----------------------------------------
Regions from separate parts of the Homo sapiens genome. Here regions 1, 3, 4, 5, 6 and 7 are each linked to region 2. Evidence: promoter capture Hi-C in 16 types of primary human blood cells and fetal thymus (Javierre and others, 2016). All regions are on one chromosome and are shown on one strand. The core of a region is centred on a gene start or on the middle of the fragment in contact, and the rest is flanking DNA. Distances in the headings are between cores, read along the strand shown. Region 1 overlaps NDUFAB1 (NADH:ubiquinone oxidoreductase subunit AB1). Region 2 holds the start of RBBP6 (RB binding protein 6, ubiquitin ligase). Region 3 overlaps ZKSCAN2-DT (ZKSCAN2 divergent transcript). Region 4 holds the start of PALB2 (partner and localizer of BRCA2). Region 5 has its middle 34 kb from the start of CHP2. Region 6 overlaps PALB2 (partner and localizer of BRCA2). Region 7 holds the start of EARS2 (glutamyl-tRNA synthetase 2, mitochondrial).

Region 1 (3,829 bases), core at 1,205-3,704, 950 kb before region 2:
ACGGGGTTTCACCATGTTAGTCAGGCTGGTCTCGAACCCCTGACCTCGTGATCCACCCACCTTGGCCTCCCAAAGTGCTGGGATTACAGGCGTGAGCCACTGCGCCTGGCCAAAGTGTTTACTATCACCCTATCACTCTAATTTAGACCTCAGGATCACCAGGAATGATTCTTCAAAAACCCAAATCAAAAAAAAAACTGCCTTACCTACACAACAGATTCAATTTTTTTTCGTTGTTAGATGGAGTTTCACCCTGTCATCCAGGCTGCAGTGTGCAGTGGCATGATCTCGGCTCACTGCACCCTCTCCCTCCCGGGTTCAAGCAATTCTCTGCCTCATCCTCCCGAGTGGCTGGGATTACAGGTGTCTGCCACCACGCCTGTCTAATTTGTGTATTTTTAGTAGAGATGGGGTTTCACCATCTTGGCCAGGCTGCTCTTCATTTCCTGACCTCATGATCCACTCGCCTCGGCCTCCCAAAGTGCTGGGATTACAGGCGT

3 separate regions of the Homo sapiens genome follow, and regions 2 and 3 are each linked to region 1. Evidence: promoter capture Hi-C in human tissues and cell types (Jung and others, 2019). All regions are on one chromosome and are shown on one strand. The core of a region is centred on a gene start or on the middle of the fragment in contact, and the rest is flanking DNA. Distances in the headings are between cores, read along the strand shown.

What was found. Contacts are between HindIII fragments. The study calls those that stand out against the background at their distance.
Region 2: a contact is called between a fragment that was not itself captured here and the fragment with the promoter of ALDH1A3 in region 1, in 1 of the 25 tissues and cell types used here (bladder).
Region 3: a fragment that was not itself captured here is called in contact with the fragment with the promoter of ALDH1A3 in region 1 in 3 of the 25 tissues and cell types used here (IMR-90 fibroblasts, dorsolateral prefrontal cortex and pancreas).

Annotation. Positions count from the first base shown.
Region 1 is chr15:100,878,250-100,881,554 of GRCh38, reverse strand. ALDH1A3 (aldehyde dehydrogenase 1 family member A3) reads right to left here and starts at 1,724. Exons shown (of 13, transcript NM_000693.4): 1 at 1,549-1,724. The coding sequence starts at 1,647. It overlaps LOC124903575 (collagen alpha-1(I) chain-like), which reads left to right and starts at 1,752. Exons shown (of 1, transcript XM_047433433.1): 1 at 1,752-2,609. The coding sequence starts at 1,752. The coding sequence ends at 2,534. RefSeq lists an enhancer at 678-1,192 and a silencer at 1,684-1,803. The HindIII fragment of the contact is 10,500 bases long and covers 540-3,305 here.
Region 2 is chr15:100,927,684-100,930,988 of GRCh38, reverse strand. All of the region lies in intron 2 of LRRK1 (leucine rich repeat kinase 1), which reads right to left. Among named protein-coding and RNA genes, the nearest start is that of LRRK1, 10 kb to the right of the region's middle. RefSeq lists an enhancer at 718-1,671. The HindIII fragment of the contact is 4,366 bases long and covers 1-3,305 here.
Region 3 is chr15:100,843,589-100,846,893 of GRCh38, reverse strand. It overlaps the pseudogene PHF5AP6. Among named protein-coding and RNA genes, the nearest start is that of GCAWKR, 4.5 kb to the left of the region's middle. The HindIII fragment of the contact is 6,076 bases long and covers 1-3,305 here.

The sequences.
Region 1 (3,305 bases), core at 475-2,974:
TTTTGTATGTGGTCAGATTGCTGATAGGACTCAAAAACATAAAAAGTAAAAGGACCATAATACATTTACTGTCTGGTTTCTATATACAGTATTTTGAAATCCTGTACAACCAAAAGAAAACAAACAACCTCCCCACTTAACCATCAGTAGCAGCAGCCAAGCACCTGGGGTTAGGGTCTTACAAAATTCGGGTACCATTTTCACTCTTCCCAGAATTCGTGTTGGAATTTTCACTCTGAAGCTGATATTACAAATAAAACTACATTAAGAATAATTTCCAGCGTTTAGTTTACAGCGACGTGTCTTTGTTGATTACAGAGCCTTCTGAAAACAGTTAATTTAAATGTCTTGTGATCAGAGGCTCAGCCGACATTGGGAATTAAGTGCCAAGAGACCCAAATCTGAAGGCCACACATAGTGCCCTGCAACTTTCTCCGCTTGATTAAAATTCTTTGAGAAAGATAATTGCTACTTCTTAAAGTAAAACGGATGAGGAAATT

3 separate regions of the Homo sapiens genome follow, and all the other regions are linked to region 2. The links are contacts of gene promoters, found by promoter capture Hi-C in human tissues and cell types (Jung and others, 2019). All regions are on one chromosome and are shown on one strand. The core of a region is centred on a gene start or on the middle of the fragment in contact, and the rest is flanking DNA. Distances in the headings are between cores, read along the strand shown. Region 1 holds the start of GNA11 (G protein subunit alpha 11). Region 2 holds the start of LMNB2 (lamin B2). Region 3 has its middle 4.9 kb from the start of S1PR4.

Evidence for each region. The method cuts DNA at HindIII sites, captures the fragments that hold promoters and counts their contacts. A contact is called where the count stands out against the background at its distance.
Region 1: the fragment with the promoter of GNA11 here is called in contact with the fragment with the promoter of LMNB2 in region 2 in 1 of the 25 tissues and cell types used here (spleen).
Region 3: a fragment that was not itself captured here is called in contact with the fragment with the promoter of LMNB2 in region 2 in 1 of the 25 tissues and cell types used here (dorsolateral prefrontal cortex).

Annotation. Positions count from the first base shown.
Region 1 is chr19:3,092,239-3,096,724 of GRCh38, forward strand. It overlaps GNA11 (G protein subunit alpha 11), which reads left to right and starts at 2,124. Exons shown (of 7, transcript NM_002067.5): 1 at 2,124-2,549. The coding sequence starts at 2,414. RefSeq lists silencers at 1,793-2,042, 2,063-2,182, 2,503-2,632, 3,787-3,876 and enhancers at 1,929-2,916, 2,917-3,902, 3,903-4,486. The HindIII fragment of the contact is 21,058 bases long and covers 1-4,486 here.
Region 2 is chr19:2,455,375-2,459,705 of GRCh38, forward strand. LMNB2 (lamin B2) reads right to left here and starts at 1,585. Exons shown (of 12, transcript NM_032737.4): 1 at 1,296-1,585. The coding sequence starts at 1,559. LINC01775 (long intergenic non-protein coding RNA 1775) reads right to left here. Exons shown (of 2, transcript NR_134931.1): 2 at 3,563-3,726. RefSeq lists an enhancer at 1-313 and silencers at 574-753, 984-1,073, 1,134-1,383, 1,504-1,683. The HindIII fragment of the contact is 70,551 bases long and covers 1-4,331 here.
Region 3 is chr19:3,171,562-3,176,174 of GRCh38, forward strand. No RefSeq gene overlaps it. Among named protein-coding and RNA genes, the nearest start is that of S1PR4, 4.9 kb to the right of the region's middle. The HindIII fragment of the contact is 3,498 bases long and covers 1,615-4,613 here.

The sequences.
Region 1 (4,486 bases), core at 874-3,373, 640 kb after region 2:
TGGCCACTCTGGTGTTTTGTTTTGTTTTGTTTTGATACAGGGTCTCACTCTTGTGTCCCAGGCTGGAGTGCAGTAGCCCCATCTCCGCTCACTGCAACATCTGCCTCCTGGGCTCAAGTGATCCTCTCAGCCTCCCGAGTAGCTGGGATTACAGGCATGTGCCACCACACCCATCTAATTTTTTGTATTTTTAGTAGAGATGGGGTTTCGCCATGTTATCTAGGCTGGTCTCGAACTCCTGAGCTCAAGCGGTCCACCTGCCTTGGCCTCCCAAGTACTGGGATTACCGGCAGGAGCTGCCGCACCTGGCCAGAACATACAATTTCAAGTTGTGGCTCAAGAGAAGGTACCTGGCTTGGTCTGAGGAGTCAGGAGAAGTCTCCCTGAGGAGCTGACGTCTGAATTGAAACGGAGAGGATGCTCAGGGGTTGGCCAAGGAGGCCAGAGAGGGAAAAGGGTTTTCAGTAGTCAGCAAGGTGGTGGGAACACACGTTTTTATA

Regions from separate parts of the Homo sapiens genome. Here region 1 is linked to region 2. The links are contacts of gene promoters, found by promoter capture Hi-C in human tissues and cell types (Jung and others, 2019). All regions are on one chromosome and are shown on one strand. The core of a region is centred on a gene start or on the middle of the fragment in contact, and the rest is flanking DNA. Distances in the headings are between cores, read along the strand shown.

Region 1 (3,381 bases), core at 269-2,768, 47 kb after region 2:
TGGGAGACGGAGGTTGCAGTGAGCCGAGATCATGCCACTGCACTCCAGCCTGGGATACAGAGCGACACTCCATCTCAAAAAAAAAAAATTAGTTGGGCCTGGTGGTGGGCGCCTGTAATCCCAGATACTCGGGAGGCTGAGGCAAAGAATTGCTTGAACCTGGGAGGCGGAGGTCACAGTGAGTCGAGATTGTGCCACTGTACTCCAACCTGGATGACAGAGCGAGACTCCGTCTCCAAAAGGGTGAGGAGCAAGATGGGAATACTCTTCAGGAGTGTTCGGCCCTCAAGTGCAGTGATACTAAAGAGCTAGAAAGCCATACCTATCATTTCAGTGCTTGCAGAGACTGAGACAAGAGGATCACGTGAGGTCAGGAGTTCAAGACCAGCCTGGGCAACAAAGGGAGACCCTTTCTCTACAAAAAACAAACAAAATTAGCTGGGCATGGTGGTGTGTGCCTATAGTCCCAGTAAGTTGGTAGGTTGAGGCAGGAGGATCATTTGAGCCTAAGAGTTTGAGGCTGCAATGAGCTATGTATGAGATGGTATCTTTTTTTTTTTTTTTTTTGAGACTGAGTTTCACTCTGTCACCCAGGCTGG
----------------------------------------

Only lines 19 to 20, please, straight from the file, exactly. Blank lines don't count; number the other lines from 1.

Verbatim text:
Annotation. Positions count from the first base shown.
Region 1 is chr19:3,092,239-3,096,724 of GRCh38, forward strand. It overlaps GNA11 (G protein subunit alpha 11), which reads left to right and starts at 2,124. Exons shown (of 7, transcript NM_002067.5): 1 at 2,124-2,549. The coding sequence starts at 2,414. RefSeq lists silencers at 1,793-2,042, 2,063-2,182, 2,503-2,632, 3,787-3,876 and enhancers at 1,929-2,916, 2,917-3,902, 3,903-4,486. The HindIII fragment of the contact is 21,058 bases long and covers 1-4,486 here.